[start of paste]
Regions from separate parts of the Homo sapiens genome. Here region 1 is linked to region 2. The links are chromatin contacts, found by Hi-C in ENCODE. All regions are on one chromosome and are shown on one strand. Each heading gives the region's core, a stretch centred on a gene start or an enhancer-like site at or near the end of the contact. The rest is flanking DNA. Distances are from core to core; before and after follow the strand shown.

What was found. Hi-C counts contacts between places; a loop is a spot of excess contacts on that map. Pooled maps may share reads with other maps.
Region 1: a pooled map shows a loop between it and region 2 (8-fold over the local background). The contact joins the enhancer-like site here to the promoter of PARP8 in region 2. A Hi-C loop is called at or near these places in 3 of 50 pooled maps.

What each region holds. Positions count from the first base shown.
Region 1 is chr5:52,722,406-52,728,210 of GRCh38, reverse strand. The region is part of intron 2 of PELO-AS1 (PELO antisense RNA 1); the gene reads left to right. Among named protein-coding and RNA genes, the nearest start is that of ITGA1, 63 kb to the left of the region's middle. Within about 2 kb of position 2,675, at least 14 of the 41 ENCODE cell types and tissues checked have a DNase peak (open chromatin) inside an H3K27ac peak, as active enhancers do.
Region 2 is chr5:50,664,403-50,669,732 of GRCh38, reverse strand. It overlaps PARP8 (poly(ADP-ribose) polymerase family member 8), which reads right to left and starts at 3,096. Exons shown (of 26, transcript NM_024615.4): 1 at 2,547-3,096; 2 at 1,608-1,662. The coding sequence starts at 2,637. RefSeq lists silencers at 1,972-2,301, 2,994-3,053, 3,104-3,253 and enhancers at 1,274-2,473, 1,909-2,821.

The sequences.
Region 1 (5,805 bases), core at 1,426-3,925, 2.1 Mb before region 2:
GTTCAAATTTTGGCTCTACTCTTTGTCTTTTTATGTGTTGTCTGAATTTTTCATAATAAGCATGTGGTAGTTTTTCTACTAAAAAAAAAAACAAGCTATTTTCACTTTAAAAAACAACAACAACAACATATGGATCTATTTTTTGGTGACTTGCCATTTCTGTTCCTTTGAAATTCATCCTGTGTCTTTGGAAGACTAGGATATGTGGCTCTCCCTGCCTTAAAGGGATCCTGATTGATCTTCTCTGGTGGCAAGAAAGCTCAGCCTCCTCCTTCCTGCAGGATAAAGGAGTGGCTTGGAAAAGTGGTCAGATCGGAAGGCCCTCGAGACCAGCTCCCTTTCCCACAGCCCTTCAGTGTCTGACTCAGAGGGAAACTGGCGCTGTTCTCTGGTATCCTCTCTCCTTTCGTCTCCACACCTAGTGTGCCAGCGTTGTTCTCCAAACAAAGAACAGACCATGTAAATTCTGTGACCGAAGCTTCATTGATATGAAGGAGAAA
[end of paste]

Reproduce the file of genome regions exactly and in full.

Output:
Regions from separate parts of the Homo sapiens genome. Here region 1 is linked to region 2. The links are chromatin contacts, found by Hi-C in ENCODE. All regions are on one chromosome and are shown on one strand. Each heading gives the region's core, a stretch centred on a gene start or an enhancer-like site at or near the end of the contact. The rest is flanking DNA. Distances are from core to core; before and after follow the strand shown.

What was found. Hi-C counts contacts between places; a loop is a spot of excess contacts on that map. Pooled maps may share reads with other maps.
Region 1: a pooled map shows a loop between it and region 2 (8-fold over the local background). The contact joins the enhancer-like site here to the promoter of PARP8 in region 2. A Hi-C loop is called at or near these places in 3 of 50 pooled maps.

What each region holds. Positions count from the first base shown.
Region 1 is chr5:52,722,406-52,728,210 of GRCh38, reverse strand. The region is part of intron 2 of PELO-AS1 (PELO antisense RNA 1); the gene reads left to right. Among named protein-coding and RNA genes, the nearest start is that of ITGA1, 63 kb to the left of the region's middle. Within about 2 kb of position 2,675, at least 14 of the 41 ENCODE cell types and tissues checked have a DNase peak (open chromatin) inside an H3K27ac peak, as active enhancers do.
Region 2 is chr5:50,664,403-50,669,732 of GRCh38, reverse strand. It overlaps PARP8 (poly(ADP-ribose) polymerase family member 8), which reads right to left and starts at 3,096. Exons shown (of 26, transcript NM_024615.4): 1 at 2,547-3,096; 2 at 1,608-1,662. The coding sequence starts at 2,637. RefSeq lists silencers at 1,972-2,301, 2,994-3,053, 3,104-3,253 and enhancers at 1,274-2,473, 1,909-2,821.

The sequences.
Region 1 (5,805 bases), core at 1,426-3,925, 2.1 Mb before region 2:
GTTCAAATTTTGGCTCTACTCTTTGTCTTTTTATGTGTTGTCTGAATTTTTCATAATAAGCATGTGGTAGTTTTTCTACTAAAAAAAAAAACAAGCTATTTTCACTTTAAAAAACAACAACAACAACATATGGATCTATTTTTTGGTGACTTGCCATTTCTGTTCCTTTGAAATTCATCCTGTGTCTTTGGAAGACTAGGATATGTGGCTCTCCCTGCCTTAAAGGGATCCTGATTGATCTTCTCTGGTGGCAAGAAAGCTCAGCCTCCTCCTTCCTGCAGGATAAAGGAGTGGCTTGGAAAAGTGGTCAGATCGGAAGGCCCTCGAGACCAGCTCCCTTTCCCACAGCCCTTCAGTGTCTGACTCAGAGGGAAACTGGCGCTGTTCTCTGGTATCCTCTCTCCTTTCGTCTCCACACCTAGTGTGCCAGCGTTGTTCTCCAAACAAAGAACAGACCATGTAAATTCTGTGACCGAAGCTTCATTGATATGAAGGAGAAA